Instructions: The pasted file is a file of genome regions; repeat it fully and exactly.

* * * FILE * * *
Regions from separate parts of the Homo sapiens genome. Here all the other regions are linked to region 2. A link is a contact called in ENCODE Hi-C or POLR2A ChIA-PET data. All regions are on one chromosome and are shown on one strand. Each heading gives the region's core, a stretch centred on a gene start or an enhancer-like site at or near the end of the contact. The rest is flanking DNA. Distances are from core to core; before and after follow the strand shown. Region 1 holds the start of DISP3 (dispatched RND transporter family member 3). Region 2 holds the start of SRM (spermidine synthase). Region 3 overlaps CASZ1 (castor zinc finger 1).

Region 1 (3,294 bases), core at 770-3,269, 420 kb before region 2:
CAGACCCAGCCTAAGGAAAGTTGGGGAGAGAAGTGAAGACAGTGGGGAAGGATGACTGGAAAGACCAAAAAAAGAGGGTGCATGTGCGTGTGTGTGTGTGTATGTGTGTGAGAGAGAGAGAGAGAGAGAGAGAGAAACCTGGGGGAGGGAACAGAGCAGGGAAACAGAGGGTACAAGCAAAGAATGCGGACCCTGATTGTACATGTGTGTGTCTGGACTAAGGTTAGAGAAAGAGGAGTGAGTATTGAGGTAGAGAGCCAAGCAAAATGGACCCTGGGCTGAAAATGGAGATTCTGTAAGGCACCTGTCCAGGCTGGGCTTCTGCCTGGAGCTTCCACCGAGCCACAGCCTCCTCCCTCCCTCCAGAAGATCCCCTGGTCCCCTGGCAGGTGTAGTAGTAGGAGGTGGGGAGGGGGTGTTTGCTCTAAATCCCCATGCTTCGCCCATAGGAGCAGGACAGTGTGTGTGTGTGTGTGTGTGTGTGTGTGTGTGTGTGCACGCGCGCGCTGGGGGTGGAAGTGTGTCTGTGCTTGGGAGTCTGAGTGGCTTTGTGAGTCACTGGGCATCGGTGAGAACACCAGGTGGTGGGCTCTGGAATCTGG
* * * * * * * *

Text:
Regions from separate parts of the Homo sapiens genome. Here all the other regions are linked to region 2. A link is a contact called in ENCODE Hi-C or POLR2A ChIA-PET data. All regions are on one chromosome and are shown on one strand. Each heading gives the region's core, a stretch centred on a gene start or an enhancer-like site at or near the end of the contact. The rest is flanking DNA. Distances are from core to core; before and after follow the strand shown. Region 1 holds the start of DISP3 (dispatched RND transporter family member 3). Region 2 holds the start of SRM (spermidine synthase). Region 3 overlaps CASZ1 (castor zinc finger 1).

Region 1 (3,294 bases), core at 770-3,269, 420 kb before region 2:
CAGACCCAGCCTAAGGAAAGTTGGGGAGAGAAGTGAAGACAGTGGGGAAGGATGACTGGAAAGACCAAAAAAAGAGGGTGCATGTGCGTGTGTGTGTGTGTATGTGTGTGAGAGAGAGAGAGAGAGAGAGAGAGAAACCTGGGGGAGGGAACAGAGCAGGGAAACAGAGGGTACAAGCAAAGAATGCGGACCCTGATTGTACATGTGTGTGTCTGGACTAAGGTTAGAGAAAGAGGAGTGAGTATTGAGGTAGAGAGCCAAGCAAAATGGACCCTGGGCTGAAAATGGAGATTCTGTAAGGCACCTGTCCAGGCTGGGCTTCTGCCTGGAGCTTCCACCGAGCCACAGCCTCCTCCCTCCCTCCAGAAGATCCCCTGGTCCCCTGGCAGGTGTAGTAGTAGGAGGTGGGGAGGGGGTGTTTGCTCTAAATCCCCATGCTTCGCCCATAGGAGCAGGACAGTGTGTGTGTGTGTGTGTGTGTGTGTGTGTGTGTGTGCACGCGCGCGCTGGGGGTGGAAGTGTGTCTGTGCTTGGGAGTCTGAGTGGCTTTGTGAGTCACTGGGCATCGGTGAGAACACCAGGTGGTGGGCTCTGGAATCTGG